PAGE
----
"Permission Denied" error reading file

This is a discussion on "Permission Denied" error reading file within the C++ Programming forums, part of the General Programming Boards category; I'm looking for troubleshooting suggestions or insights. I'm using Microsoft Visual C++ Version 6. In my MFC application, I can ...

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    "Permission Denied" error reading file

    I'm looking for troubleshooting suggestions or insights. I'm using Microsoft Visual C++ Version 6. In my MFC application, I can read part of a text file with fgets but, if at some point during that, I open an output file, I then get a "Permission Denied" error (using strerror) on the next fgets and cannot read the rest of the text file. Any ideas?

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    Registered User carrotcake1029's Avatar
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    Have you verified that you even have write privileges in that directory?

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    RE: "Permission Denied" error reading file

    carrotcake1029,

    Yes, I write to the directory in other programs without a problem. What's even odder, this "Permission Denied" error occurs on the second pass through this piece of code. On the first pass, opening the output file doesn't cause an error, and I can read to the end of the text file. After I posted, I found that if I do _fcloseall() before opening the text file, then I do not get the error. So if that survives rigorous testing, then it's a viable solution. I close the output file if needed before opening a new one, but apparently something there is amiss. I'm just not sure what.

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    Captain Crash brewbuck's Avatar
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    Quote Originally Posted by Katman View Post
    I'm looking for troubleshooting suggestions or insights. I'm using Microsoft Visual C++ Version 6. In my MFC application, I can read part of a text file with fgets but, if at some point during that, I open an output file, I then get a "Permission Denied" error (using strerror) on the next fgets and cannot read the rest of the text file. Any ideas?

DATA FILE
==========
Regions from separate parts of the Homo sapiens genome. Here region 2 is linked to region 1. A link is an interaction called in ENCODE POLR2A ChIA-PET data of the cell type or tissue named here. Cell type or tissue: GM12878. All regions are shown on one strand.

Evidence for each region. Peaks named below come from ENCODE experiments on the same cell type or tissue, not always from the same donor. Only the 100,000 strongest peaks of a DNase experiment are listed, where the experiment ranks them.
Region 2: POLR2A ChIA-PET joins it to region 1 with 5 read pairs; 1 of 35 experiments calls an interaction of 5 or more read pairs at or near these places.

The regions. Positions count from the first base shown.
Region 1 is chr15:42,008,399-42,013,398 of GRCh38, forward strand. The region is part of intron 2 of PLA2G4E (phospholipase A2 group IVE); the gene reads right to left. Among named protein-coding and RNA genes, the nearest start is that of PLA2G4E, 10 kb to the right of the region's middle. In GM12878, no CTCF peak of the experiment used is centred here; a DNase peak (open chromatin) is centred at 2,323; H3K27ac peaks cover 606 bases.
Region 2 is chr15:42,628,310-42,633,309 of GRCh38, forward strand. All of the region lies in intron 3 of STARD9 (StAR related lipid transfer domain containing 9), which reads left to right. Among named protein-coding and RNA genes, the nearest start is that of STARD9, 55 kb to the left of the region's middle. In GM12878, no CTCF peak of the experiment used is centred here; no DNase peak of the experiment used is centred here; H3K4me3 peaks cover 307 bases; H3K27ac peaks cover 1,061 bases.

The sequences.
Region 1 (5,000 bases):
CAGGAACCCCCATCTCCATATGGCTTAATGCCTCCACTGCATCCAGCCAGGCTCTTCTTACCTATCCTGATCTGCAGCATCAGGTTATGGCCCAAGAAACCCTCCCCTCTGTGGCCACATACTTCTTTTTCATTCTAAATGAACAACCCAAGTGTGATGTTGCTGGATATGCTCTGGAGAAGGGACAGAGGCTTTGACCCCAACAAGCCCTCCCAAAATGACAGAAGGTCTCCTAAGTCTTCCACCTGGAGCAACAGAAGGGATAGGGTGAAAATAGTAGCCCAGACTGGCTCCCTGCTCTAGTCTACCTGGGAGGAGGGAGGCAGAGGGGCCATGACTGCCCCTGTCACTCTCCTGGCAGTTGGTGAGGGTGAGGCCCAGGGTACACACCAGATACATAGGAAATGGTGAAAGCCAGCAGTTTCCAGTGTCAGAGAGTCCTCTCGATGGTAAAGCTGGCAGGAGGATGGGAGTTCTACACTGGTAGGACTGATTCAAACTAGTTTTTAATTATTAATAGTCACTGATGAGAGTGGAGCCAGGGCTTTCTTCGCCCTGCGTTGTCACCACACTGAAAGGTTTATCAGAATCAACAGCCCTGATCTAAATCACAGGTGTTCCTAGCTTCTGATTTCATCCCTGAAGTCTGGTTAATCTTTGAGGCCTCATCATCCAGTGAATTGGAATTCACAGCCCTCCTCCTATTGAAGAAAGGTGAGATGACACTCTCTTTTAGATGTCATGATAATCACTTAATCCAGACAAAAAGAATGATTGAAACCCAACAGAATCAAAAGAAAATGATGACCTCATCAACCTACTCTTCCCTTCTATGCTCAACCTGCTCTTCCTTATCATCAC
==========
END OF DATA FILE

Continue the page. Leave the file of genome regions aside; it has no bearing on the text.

Is fgets() actually failing, or are you just checking errno and seeing that it's non-zero?

    In other words:

    Code:
    fgets(...);
    if( errno )
       ...
    Because that would be the wrong way to check for failure -- you'll pick up the error code of whatever happened to fail previously, for instance the attempt to open a file for writing.
    Code:
    //try
    //{
    	if (a) do { f( b); } while(1);
    	else   do { f(!b); } while(1);
    //}

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    brewbuck,

    The fgets fails. Here's the fgets with strerror added in an attempt to identify the error:

    Code:
          if (NULL == fgets(linebuf, 99, InputFile))
         {	 sprintf(tmp, "\nstrerror says InputFile read failed: %s\n", strerror( errno) );
    	 MessageBox(NULL, tmp, "Error", 0);
          }
          else .....
    If strerror is not returning the fgets error string, what error is it reporting?

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    Captain Crash brewbuck's Avatar
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    Quote Originally Posted by Katman View Post
    brewbuck,

    The fgets fails. Here's the fgets with strerror added in an attempt to identify the error:

    Code:
          if (NULL == fgets(linebuf, 99, InputFile))
         {	 sprintf(tmp, "\nstrerror says InputFile read failed: %s\n", strerror( errno) );
    	 MessageBox(NULL, tmp, "Error", 0);
          }
          else .....
    If strerror is not returning the fgets error string, what error is it reporting?
    fgets() might be returning NULL because it is at EOF, not because it experienced an error. Call ferror(InputFile) to see whether there truly was an error on input.
    Code:
    //try
    //{
    	if (a) do { f( b); } while(1);
    	else   do { f(!b); } while(1);
    //}

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    brewbuck,

    Yes, of course I've done ferror already and all that and tested for EOF as well. I think the question has changed somewhat: I open the input file and then close the output file from the first pass before opening a new output file on the second pass. Closing the old output file is a difference between passes 1 and 2. Why does an open input file become "unreadable" after closing an old output file and opening a new output file?

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    Please consider posting the entire code here, so that we can get a better idea.

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